Rooting for Respect #AtoZChallenge

Dear Son

How’s it going? I hope you’re enjoying these letters. Feel free to discuss or debate with me regarding the things I’m writing to you. Do not assume that you have to take every word I write here as a dictate out of respect for me. That brings me to one of my favorite topics. Respect.

Recently, someone paid me a compliment. He told me that I am a good human being. But he added that the only flaw I had was that I could not handle disrespect. He was right. However, it actually set me thinking on how that could be a flaw. But then, why would and why should anyone tolerate disrespect? After all, we humans, thrive on admiration and acceptance from others. Mutual respect is an unwritten rule of conduct that one needs to follow. While it is important to give respect one definitely should strive to command respect. Using force or powers to command respect is the sign of weak people. If you ever find yourself in a situation where someone tries to extract respect out of you by using undue means, do not hesitate to put your foot down. You need not rebel, but gently make it clear that you cannot be forced into something that doesn’t come to you naturally. The right people will understand your concern and respect you for being honest about it. To command respect the right way one needs to be humble and respectful himself.

Surprisingly, it is observed that the mid-management employees are the ones who seem to be the most arrogant and overbearing people of all. I’ve seen the highest authority in many organisations that I have worked with to be the most humble of all. These are CEO and directors of the companies who have worked their way up to where they have reached today from the scratch. One of the CEOs of a famous luxury brand once helped wash the floors of their new store that was about to be launched the next day. It so happened that at on that particular day due to some reason they had shortage of staff and the store was to be launched the next day. The CEO did not think twice before he rolled his sleeves up and got to work with his team to get the store ready in time. To this day people respect him for his down to earth attitude, look up to him and quote his exemplary behaviour in the industry.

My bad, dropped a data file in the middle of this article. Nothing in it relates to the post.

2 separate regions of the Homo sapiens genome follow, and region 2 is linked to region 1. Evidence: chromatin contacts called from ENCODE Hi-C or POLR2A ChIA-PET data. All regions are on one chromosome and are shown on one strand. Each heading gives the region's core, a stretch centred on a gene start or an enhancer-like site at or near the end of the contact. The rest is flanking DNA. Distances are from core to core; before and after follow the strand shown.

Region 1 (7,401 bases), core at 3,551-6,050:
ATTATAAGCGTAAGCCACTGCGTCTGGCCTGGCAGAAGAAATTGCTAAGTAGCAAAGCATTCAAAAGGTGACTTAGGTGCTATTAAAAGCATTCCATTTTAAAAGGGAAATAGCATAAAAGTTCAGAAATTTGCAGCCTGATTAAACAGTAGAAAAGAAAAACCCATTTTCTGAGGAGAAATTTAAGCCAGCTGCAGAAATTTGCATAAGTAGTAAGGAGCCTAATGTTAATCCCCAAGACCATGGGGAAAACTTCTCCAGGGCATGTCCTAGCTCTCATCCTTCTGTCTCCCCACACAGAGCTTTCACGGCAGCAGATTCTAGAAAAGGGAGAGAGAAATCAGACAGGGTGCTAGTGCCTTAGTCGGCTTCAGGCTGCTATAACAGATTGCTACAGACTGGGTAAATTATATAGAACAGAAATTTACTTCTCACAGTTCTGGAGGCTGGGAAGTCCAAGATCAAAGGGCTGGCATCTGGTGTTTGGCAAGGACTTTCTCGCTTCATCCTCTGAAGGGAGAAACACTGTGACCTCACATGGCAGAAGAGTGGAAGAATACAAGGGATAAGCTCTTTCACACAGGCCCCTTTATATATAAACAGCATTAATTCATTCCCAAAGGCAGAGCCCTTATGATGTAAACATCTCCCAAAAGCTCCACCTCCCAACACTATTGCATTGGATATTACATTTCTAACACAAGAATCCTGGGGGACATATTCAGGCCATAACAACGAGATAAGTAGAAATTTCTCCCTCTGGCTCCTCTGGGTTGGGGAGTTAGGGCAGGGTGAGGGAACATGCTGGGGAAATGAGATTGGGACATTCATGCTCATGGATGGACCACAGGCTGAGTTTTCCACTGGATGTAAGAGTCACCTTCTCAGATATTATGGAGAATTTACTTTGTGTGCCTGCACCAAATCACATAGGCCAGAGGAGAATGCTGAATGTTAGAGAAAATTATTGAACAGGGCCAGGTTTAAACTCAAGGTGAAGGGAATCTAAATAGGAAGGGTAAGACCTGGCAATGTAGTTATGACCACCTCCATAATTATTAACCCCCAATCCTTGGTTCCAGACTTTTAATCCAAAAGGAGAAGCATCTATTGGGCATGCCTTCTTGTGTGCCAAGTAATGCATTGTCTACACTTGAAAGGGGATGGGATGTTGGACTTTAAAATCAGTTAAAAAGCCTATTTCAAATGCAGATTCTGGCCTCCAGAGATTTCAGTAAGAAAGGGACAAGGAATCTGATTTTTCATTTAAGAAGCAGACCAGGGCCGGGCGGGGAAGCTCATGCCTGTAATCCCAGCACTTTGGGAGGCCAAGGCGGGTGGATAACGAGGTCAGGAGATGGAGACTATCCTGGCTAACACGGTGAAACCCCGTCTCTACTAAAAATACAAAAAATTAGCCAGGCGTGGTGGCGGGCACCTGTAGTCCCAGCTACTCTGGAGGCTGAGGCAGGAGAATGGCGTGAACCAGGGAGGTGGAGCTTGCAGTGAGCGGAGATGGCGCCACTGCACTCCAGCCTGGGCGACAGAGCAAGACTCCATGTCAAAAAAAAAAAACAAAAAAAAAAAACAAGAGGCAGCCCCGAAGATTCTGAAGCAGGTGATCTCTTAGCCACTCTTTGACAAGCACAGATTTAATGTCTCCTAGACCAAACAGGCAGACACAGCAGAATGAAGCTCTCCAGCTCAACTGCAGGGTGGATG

As a baby when you started mumbling your first words, me and your Dad decided to address you as ‘aap’ (you) in Hindi which is a respectful way of addressing someone as opposed to ‘tu’ (you) which we normally use to address people younger than us or of the same age. Since there is no such differentiation in English when we say ‘you,’ it doesn’t really matter. But in Indian vernacular languages we really need to be careful when it comes to how we address people of different ages. A wrong usage of pronoun indicates disrespect to the person who it is directed towards and also sounds crude. Although, technically we should have called you ‘tu,’ we decided otherwise so that you would learn to be respectful while talking to us (since we would have been the first ones you would have interacted with). As you grew up you automatically developed the habit of addressing all elders as ‘aap’ irrespective of whether they were your parents, grandparents or the domestic help in our house. To me that amount of regard matters. It speaks of fine upbringing and I am confident that I have not gone wrong with it, now when I see you interacting with people from different walks of life and of different ages. It is said that if you ever want to judge a person’s character observe his behaviour towards people who are not his equals.